Employee Training about phishing is critical since only 3% of phishing targets alert management!

09 May 2016 Internet, IT & e-Discovery Blog Blog
Authors: Peter Vogel

Is there any doubt that training employees about phishing would help reduce the malware damage? Of course there’s also no surprise in a recent Verizon report which indicated that 89% of phishing attacks were send by organized crime and only 9% state-affiliated actors. Verizon ‘s  2016 Data Breach Investigations Reports included the following Recommended Controls:

Filter it! Filter it real good!  –“An ounce of prevention is worth a pound of cure.” It was good advice when Ben said it and so it remains. The first opportunity to defend against email-borne threats is (thankfully) before a human can interact with it. Email filtering is your buddy in this fight and you need to have an understanding of your current solution, and test its implementation.

Talk amongst yourselves (I’m verklempt)!  –Provide employees with awareness training and information so they can tell if there is something ‘phishy’ (couldn’t resist) going on. Also, provide them with a means for reporting these events. We recommend a button on their taskbar, but whatever works for you.

One click does not a catastrophe make.  –So, it snuck past your email filters and someone went clicky-clicky. There is still ample opportunity to limit the impact. Assuming the organization’s “seekrit stuff” isn’t resident on the initial foothold, make it hard to pivot from the user device to other assets in the organization. Protect the rest of your network from compromised desktops and laptops by segmenting the network and implementing strong authentication between the user networks and anything of importance. Static passwords are adorable, but sophisticated attackers don’t just bypass them, they utilize them to advance their attack.

Keep your eye on the ball. –You increase your chances of catching signs that you have fallen victim to a phishing attack if you monitor outbound traffic for suspicious connections and potential exfiltration of data to remote hosts.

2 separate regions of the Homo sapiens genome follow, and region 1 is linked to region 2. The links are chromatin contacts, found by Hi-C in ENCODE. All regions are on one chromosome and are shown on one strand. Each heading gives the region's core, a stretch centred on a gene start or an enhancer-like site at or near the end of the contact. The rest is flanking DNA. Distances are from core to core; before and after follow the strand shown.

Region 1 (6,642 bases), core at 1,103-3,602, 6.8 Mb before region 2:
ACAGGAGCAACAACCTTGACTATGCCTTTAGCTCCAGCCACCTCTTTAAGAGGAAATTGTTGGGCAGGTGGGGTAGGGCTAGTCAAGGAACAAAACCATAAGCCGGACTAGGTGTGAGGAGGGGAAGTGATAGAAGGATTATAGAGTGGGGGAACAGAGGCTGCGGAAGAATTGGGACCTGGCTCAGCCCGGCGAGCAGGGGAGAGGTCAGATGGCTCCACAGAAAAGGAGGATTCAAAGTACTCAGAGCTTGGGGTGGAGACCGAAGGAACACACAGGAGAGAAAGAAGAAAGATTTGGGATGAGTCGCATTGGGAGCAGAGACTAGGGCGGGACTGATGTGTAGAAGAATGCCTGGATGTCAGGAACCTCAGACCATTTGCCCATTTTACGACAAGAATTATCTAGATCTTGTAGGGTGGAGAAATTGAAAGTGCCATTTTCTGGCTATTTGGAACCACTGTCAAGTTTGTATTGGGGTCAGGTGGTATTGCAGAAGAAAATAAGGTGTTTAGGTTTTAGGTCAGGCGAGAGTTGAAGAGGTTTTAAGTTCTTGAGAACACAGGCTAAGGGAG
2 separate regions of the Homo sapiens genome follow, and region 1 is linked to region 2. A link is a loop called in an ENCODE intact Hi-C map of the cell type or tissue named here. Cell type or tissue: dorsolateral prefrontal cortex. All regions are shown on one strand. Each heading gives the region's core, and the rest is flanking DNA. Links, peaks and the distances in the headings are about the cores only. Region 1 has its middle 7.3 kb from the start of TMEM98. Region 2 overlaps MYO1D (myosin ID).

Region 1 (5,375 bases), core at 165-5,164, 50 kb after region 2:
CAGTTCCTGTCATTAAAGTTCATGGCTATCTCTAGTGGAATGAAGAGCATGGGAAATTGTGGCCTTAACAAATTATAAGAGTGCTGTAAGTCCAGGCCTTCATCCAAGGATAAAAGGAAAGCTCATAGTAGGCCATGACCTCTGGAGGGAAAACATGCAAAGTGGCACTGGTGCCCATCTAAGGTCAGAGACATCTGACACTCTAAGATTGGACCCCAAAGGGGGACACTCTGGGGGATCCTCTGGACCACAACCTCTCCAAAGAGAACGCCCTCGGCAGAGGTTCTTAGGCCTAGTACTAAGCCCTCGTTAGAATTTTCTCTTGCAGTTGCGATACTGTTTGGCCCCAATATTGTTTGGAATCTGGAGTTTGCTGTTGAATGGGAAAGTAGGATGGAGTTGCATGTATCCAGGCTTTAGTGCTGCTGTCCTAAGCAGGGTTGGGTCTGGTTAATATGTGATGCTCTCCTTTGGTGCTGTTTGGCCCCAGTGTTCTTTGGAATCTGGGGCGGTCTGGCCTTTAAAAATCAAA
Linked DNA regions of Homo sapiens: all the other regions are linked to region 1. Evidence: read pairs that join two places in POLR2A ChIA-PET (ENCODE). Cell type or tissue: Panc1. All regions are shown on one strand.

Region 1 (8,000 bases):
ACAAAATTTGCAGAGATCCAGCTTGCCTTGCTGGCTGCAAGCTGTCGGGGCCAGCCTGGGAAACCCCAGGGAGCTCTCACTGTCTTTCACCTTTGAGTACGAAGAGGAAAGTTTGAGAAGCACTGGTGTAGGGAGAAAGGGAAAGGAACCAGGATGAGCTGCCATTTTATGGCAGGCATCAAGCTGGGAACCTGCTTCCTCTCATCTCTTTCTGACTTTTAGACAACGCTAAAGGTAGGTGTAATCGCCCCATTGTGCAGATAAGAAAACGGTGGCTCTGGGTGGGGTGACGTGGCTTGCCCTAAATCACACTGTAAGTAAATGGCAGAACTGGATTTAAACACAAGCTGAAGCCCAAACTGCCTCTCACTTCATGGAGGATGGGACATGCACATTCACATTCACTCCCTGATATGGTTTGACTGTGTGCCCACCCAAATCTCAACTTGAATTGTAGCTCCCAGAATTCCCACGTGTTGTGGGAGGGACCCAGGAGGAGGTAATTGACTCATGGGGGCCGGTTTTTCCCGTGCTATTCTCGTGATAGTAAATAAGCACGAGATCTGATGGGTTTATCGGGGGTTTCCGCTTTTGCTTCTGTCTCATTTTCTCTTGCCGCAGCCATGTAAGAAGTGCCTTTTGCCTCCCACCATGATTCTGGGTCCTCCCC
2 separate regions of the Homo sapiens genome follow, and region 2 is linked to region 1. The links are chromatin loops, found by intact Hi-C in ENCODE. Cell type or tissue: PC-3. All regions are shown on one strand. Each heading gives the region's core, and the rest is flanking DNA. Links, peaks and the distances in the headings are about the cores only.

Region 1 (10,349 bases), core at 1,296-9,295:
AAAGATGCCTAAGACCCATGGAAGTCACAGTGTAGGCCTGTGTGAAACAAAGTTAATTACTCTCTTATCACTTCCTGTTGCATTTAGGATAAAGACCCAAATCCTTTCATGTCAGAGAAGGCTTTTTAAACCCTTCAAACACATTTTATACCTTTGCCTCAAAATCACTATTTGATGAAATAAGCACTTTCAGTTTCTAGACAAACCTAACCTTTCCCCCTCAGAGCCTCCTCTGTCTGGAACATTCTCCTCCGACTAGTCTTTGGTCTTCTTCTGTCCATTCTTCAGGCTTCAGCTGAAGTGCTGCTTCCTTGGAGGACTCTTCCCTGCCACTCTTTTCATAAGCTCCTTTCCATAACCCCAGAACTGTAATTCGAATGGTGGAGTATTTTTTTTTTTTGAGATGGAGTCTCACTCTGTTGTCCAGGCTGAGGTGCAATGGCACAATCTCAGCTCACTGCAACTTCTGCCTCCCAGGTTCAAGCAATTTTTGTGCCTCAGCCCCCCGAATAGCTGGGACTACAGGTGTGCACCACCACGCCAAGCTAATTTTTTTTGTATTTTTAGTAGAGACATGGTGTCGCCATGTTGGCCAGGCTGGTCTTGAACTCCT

Training, training, training is essential to reduce phishing damage!

This blog is made available by Foley & Lardner LLP (“Foley” or “the Firm”) for informational purposes only. It is not meant to convey the Firm’s legal position on behalf of any client, nor is it intended to convey specific legal advice. Any opinions expressed in this article do not necessarily reflect the views of Foley & Lardner LLP, its partners, or its clients. Accordingly, do not act upon this information without seeking counsel from a licensed attorney. This blog is not intended to create, and receipt of it does not constitute, an attorney-client relationship. Communicating with Foley through this website by email, blog post, or otherwise, does not create an attorney-client relationship for any legal matter. Therefore, any communication or material you transmit to Foley through this blog, whether by email, blog post or any other manner, will not be treated as confidential or proprietary. The information on this blog is published “AS IS” and is not guaranteed to be complete, accurate, and or up-to-date. Foley makes no representations or warranties of any kind, express or implied, as to the operation or content of the site. Foley expressly disclaims all other guarantees, warranties, conditions and representations of any kind, either express or implied, whether arising under any statute, law, commercial use or otherwise, including implied warranties of merchantability, fitness for a particular purpose, title and non-infringement. In no event shall Foley or any of its partners, officers, employees, agents or affiliates be liable, directly or indirectly, under any theory of law (contract, tort, negligence or otherwise), to you or anyone else, for any claims, losses or damages, direct, indirect special, incidental, punitive or consequential, resulting from or occasioned by the creation, use of or reliance on this site (including information and other content) or any third party websites or the information, resources or material accessed through any such websites. In some jurisdictions, the contents of this blog may be considered Attorney Advertising. If applicable, please note that prior results do not guarantee a similar outcome. Photographs are for dramatization purposes only and may include models. Likenesses do not necessarily imply current client, partnership or employee status.

Authors

Related Services

Insights

Lacktman, Ferrante Cited in mHealth Intelligence About Ryan Haight Act
19 September 2019
mHealth Intelligence
Tinnen Discusses How Viewpoint Diversity Helps Businesses Thrive
18 September 2019
InsideTrack
Vernaglia Comments on AHA v Azar Decision
18 September 2019
MedPage Today
Lach Comments on Launch of New Group
16 September 2019
BizTimes Milwaukee
MedTech Impact Expo & Conference
13-15 December 2019
Las Vegas, NV
Review of 2020 Medicare Changes for Telehealth
11 December 2019
Member Call
BRG Healthcare Leadership Conference
06 December 2019
Washington, D.C.
CTeL Telehealth Fall Summit 2019
04-06 December 2019
Washington, D.C.